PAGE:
First off, Martin takes himself a bit more seriously in his writing than I was expecting him to. He starts with stories about his life growing up, and his tumultuous relationship with his father, and his sister. He began working at Disney world at a young age where he got a taste of performing (originally in a magic shop) and decided that he wanted to be a performer. In his typical style however, Martin will often be telling a seemingly very heartfelt and touching story only to add a sarcastic comment right at the very end leaving the reading guessing as to his intentions.
Overall I really liked the insights that Martin’s memoirs provided into his life and into the comedy scene at the time. While I growing up, I was only ever familiar with Steve Martin as a movie actor, my parents always talked about how funny his stand up was. It was only in recent years that I have watched, and re-watched footage of a very young Steve Martin performing in comedy clubs and on Saturday Night Live. He writes very fondly about performing on SNL, the people there, and the routines he came up with. It was interesting to see the roots of his comedy routines, and all the factors that contributed to Martin’s very unique sense of humour.
I’ve read a bit of Lesley Arfin’s Vice column as well as a number of her thought catalog articles, although she is not someone that I follow religiously. This is such an interesting project and it makes me wish I had kept a diary so I could do something similar.
Essentially Lesley Arfin includes entries from her diary beginning in middle school up until College graduation. She annotates her entries with updates, interviews with the people mentioned and expert hindsight regarding certain events. Her entries deal with everything from crushes to being bullied, first boyfriends to ugly breakups, as well as her descent into drug use and addiction. It’s a bold move to publish the things you wrote as an angsty teenager, but Lesley takes it in stride and provides a really insightful look at growing up.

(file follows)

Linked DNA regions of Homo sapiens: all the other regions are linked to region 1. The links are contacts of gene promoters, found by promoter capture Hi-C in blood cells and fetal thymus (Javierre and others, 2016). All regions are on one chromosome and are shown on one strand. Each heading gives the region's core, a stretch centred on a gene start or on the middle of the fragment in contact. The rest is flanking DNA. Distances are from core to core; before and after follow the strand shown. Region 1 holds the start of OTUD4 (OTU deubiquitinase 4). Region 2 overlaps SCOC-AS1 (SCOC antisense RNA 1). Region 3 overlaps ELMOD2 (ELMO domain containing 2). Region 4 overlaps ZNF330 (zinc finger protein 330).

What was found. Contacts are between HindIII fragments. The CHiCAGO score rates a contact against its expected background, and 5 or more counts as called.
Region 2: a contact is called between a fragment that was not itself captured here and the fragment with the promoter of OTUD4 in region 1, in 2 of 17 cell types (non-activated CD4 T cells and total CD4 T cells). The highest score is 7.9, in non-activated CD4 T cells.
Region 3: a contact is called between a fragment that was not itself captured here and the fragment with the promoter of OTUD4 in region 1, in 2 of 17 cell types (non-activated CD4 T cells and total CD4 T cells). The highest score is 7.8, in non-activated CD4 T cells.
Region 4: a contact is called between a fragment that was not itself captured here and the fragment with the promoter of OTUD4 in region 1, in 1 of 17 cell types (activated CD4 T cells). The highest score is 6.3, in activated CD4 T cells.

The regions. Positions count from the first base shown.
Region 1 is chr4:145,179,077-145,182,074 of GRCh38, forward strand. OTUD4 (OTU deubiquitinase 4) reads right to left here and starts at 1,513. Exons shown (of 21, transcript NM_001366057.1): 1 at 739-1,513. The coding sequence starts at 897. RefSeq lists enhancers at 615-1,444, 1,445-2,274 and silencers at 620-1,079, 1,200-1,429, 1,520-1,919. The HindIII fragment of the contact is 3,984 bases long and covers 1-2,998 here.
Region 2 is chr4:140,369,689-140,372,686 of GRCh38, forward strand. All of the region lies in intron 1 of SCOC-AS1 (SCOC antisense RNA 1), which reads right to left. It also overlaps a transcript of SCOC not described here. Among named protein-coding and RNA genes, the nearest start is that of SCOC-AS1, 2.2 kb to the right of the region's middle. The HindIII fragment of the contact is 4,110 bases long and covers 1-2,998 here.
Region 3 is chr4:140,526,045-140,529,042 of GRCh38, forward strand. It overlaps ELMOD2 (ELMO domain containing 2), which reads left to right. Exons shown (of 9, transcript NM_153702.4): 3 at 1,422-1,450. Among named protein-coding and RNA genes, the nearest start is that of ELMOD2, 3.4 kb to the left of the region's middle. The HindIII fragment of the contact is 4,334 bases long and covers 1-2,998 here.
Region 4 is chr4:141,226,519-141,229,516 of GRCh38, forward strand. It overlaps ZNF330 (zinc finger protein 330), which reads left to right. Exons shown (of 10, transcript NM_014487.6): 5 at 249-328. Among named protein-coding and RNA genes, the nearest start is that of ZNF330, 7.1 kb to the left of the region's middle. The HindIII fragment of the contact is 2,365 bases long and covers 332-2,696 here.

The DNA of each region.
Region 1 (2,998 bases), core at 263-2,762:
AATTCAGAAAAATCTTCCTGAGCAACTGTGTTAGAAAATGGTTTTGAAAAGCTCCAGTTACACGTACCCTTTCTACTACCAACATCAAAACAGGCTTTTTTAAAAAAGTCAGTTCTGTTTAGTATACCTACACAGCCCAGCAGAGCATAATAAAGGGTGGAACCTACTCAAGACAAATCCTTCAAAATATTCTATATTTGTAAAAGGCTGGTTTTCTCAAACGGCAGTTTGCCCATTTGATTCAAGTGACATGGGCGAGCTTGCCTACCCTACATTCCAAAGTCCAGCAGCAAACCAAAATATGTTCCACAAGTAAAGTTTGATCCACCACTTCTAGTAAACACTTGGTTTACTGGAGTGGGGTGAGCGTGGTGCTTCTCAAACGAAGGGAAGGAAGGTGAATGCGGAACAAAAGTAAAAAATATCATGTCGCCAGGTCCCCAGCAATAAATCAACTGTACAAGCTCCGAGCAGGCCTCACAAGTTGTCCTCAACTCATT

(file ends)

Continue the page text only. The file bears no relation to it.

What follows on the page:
While I cant’ really identify with a lot of Lesley’s experiences, I think that there are definitely some girls out there who do, and should read Dear Diary to know that their not alone. Arfin mentions that this is one of the propelling forces behind her deciding to publish this book, and it’s a good call. Throughout her diary entries Arfin often notes how alone she feels, and if there a girls going through the same things that Arfin struggled with, it would be reassuring to know that they’re not alone.